Those living in the United States probably wouldn’t have guessed it, but globally, 2014 was just confirmed the hottest year on record. The Japan Meteorological Agency (JMA) made the announcement after reviewing 120 years of data on record. NASA and NOAA (U.S.) and the Hadley Center (U.K.) also collect global temperature data but have yet to release their analyses.
The U.S. appears to be one of the few anomalies, as the country recalls news items like January 2014’s “polar vortex” and an unexpectedly cool summer. But as pictures like this reveal, other parts of the globe more than made up the difference.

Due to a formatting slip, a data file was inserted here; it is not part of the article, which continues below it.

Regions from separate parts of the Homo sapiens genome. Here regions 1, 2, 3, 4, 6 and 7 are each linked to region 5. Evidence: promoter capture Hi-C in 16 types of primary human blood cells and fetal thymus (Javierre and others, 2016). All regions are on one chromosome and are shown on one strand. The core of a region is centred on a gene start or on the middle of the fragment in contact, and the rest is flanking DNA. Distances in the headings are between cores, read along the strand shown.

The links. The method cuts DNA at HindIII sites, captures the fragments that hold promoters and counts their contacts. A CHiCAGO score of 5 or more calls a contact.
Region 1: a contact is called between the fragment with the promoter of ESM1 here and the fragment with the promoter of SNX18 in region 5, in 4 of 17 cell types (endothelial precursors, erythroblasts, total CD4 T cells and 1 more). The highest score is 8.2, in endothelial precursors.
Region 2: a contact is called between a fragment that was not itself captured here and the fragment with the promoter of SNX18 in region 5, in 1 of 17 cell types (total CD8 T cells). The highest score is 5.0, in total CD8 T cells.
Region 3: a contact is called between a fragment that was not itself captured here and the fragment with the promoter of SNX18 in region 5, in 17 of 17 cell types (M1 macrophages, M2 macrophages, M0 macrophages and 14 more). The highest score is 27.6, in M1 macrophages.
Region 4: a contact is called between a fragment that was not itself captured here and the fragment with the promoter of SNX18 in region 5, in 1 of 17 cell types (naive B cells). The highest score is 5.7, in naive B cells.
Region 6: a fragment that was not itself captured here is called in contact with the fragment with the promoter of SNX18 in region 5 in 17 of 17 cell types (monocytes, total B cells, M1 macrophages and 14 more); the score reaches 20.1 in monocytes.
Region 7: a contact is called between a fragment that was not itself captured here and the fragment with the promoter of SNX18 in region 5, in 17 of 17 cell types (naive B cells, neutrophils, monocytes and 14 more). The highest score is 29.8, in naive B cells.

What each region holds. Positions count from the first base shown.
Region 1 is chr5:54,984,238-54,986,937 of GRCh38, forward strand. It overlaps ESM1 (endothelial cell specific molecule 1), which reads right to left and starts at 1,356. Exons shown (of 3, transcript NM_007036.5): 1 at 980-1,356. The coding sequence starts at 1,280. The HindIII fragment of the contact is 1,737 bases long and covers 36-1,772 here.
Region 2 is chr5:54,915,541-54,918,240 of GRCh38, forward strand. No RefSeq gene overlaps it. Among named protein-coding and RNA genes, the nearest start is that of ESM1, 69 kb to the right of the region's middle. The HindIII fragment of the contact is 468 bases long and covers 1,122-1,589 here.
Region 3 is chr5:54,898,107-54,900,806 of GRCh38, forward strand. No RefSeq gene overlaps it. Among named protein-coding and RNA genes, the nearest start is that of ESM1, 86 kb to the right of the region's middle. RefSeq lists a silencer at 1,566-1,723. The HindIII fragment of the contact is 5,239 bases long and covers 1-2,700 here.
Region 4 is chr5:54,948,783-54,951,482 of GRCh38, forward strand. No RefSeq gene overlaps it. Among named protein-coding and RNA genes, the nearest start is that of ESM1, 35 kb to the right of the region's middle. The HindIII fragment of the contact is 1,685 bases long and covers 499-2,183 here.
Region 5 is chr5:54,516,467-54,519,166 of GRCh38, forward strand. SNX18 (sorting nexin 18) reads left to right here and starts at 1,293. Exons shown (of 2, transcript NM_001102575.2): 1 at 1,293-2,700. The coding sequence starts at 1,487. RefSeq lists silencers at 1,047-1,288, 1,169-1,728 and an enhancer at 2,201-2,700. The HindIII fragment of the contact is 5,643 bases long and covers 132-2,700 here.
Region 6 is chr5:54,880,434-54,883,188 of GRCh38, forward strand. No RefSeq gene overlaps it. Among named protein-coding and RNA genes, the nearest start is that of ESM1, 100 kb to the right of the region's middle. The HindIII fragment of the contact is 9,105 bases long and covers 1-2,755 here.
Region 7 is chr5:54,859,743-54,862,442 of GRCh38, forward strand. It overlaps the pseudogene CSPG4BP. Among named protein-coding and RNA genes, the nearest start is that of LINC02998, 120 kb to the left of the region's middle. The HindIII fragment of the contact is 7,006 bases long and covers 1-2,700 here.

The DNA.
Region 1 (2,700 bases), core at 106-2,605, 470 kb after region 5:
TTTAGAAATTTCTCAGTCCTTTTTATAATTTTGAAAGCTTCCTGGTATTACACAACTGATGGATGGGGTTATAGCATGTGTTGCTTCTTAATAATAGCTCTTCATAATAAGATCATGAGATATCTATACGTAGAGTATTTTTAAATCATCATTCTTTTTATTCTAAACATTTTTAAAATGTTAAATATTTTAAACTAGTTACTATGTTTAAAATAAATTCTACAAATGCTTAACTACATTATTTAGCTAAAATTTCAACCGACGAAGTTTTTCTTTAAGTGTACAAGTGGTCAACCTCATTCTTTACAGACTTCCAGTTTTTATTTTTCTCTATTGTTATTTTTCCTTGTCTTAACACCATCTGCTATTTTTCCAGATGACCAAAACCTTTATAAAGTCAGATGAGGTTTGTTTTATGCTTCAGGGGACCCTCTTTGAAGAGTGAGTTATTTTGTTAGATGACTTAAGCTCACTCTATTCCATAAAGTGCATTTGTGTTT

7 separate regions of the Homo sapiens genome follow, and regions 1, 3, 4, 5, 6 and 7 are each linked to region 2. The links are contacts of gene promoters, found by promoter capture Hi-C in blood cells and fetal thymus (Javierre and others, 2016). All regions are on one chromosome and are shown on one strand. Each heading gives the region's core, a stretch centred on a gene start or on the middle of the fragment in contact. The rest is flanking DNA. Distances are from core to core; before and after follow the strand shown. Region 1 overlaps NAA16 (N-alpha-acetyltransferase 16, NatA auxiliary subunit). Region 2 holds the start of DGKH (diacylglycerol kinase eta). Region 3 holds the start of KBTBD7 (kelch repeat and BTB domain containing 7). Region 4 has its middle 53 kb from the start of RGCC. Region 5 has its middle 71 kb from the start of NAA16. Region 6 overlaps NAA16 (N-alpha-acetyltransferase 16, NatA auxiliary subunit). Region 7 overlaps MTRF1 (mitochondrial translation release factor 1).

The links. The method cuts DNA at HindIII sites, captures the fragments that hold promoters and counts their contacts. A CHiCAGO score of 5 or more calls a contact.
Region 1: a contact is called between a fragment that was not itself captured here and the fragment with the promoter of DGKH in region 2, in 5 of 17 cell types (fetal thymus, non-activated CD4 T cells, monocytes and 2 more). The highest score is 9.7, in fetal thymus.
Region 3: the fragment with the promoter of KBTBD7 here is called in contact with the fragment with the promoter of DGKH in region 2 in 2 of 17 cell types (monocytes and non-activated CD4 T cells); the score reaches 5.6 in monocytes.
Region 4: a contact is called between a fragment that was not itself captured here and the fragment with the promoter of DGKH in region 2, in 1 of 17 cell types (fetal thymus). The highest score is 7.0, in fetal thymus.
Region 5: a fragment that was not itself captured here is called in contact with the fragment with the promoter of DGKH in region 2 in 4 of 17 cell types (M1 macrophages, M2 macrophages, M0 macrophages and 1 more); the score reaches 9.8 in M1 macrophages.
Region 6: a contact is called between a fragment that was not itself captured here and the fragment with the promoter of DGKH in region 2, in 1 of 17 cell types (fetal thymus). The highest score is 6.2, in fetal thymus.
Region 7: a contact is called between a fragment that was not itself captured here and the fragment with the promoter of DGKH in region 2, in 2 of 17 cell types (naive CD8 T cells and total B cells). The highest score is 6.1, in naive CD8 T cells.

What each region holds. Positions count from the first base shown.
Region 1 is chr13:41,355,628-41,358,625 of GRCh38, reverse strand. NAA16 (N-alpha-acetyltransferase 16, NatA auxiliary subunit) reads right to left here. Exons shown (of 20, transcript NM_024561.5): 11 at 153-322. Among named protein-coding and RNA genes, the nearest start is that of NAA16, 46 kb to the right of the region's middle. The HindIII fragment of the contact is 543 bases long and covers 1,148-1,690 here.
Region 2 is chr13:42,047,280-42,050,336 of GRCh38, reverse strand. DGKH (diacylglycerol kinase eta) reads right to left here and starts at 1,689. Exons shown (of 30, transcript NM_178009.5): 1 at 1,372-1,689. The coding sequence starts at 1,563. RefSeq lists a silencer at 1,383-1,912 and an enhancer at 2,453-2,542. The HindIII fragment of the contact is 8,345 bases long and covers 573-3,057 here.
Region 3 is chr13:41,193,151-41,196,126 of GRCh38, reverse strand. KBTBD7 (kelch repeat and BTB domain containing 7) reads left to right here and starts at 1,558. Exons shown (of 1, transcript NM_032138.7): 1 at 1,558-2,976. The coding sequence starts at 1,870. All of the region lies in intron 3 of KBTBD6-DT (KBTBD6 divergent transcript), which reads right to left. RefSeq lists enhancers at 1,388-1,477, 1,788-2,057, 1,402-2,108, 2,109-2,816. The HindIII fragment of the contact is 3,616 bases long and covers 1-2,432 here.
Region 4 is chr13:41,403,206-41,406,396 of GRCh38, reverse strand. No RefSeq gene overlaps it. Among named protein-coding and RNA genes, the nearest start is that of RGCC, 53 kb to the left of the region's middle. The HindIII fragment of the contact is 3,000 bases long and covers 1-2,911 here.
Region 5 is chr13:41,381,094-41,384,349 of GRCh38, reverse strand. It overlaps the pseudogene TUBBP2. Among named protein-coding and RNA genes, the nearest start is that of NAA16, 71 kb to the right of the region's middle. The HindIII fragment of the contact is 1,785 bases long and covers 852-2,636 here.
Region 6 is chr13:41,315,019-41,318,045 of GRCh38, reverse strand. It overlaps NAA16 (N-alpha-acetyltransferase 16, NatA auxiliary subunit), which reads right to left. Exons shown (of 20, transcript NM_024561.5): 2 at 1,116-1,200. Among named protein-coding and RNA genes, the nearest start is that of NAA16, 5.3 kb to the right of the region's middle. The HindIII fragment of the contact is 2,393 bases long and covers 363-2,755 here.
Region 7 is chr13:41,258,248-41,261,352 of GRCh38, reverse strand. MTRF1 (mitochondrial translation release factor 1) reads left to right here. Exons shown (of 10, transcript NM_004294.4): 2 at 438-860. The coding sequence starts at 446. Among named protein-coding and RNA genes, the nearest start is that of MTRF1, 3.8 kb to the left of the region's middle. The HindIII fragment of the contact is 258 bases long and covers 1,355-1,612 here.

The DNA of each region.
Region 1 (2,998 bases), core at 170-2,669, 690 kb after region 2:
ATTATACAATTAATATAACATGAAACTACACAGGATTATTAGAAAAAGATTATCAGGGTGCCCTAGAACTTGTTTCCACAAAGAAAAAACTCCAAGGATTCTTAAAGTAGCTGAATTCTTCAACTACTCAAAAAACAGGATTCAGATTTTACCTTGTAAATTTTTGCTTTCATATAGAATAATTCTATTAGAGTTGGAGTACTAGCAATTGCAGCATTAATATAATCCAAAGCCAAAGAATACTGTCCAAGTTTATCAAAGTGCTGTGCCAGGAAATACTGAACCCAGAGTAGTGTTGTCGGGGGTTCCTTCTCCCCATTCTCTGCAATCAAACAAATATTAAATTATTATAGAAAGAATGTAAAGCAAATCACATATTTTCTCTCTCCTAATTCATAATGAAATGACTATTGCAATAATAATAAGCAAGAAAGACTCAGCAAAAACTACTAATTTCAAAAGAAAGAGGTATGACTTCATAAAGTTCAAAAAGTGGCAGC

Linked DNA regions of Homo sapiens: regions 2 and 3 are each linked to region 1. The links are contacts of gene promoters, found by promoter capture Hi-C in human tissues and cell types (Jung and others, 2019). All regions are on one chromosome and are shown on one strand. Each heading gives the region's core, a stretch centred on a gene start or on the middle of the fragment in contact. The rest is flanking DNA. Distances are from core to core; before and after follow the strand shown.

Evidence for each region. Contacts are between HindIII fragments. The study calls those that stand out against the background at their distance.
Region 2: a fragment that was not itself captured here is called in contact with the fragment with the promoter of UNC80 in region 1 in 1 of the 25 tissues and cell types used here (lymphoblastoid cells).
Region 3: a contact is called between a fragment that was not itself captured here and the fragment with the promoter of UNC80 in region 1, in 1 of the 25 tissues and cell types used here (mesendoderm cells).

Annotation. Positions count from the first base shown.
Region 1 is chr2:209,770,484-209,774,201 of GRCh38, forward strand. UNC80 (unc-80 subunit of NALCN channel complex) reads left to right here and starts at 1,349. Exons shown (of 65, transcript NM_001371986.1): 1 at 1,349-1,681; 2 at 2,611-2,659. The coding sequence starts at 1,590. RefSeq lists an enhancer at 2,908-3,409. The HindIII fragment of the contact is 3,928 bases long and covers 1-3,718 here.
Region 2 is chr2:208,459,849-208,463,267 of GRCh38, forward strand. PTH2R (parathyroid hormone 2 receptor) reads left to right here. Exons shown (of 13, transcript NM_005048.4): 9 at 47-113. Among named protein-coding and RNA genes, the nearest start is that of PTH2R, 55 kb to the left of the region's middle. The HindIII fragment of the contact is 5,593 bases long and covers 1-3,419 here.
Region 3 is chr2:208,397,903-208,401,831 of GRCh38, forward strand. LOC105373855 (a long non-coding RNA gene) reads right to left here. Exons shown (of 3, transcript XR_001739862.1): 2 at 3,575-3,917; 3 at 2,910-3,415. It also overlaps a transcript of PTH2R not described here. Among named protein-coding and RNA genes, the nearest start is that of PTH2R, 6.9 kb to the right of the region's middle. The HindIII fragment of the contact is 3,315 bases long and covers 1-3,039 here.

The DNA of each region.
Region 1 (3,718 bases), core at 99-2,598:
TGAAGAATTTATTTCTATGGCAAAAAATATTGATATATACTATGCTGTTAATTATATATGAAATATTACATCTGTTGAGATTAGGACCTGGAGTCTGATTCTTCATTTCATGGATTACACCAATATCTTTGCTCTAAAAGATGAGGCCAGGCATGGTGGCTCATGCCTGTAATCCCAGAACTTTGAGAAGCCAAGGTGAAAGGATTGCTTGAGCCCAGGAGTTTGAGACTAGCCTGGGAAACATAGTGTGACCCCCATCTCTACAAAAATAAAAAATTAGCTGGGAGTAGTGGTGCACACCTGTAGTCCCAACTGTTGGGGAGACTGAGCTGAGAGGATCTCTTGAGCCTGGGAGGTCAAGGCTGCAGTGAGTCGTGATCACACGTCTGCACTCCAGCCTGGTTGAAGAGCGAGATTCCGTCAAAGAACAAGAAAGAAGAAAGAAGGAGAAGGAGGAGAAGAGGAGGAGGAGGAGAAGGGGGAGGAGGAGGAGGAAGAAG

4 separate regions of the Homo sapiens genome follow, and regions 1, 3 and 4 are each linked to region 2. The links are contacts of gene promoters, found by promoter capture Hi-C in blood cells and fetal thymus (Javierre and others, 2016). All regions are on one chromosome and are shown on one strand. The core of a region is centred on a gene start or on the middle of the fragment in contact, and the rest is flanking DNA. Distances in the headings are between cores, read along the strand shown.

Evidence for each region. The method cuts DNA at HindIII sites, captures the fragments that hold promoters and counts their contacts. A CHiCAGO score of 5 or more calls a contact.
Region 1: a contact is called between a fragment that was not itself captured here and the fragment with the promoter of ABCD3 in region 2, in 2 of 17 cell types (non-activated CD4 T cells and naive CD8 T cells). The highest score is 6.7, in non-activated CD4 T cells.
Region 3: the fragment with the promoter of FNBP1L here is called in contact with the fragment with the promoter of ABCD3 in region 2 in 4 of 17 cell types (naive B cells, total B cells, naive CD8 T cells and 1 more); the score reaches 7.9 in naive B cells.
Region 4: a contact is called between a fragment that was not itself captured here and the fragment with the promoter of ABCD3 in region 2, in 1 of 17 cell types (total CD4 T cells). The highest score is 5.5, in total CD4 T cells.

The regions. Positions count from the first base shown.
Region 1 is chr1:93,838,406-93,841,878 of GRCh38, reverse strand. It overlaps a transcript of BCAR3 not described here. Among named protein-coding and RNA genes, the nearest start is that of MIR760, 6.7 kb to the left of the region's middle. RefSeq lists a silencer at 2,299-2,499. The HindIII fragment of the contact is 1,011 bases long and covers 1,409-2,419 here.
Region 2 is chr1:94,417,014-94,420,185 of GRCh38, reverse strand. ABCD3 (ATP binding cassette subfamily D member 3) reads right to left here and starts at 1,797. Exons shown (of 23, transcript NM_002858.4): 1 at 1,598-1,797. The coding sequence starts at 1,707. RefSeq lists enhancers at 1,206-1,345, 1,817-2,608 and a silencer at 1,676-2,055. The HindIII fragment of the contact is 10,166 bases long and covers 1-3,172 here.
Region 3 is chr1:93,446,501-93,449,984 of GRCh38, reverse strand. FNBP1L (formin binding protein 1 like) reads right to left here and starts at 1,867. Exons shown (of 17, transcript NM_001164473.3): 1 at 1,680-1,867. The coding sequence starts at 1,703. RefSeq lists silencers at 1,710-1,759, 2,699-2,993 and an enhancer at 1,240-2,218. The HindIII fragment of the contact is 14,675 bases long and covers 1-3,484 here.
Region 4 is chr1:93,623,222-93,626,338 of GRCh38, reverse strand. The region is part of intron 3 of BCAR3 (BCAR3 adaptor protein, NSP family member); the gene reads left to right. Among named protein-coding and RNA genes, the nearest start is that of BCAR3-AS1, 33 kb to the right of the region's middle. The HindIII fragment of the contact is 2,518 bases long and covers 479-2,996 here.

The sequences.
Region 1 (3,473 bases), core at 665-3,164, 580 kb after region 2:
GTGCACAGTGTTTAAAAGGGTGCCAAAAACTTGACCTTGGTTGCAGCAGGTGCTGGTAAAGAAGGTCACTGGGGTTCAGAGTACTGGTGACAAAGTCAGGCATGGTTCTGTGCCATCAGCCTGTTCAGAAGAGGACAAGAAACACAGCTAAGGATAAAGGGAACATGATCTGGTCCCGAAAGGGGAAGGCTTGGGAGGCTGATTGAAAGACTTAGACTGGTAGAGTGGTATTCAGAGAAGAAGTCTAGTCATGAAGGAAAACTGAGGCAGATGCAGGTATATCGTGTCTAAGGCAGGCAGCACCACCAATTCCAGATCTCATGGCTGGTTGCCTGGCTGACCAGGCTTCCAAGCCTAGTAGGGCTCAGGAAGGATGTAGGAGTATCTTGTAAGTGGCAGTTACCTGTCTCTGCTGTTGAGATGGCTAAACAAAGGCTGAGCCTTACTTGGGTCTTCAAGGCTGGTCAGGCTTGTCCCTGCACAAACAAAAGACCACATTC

In the video clip below, NBC News further explains how 2014 ended up as the hottest year on record:
Hot spots of note included Europe, California, Australia, and even Siberia (a balmy 9.5 °F in February when -51 °F is the norm). And a lot of the temperature increase is being fueled in Earth’s oceans, which cover approximately 71% of the planet’s surface.
2014 replaces 1998 as the hottest year on record. 2013 and 2010 are tied for third and 2005 is fifth. The entire top 10 hottest years on record have happened in the past 17 years.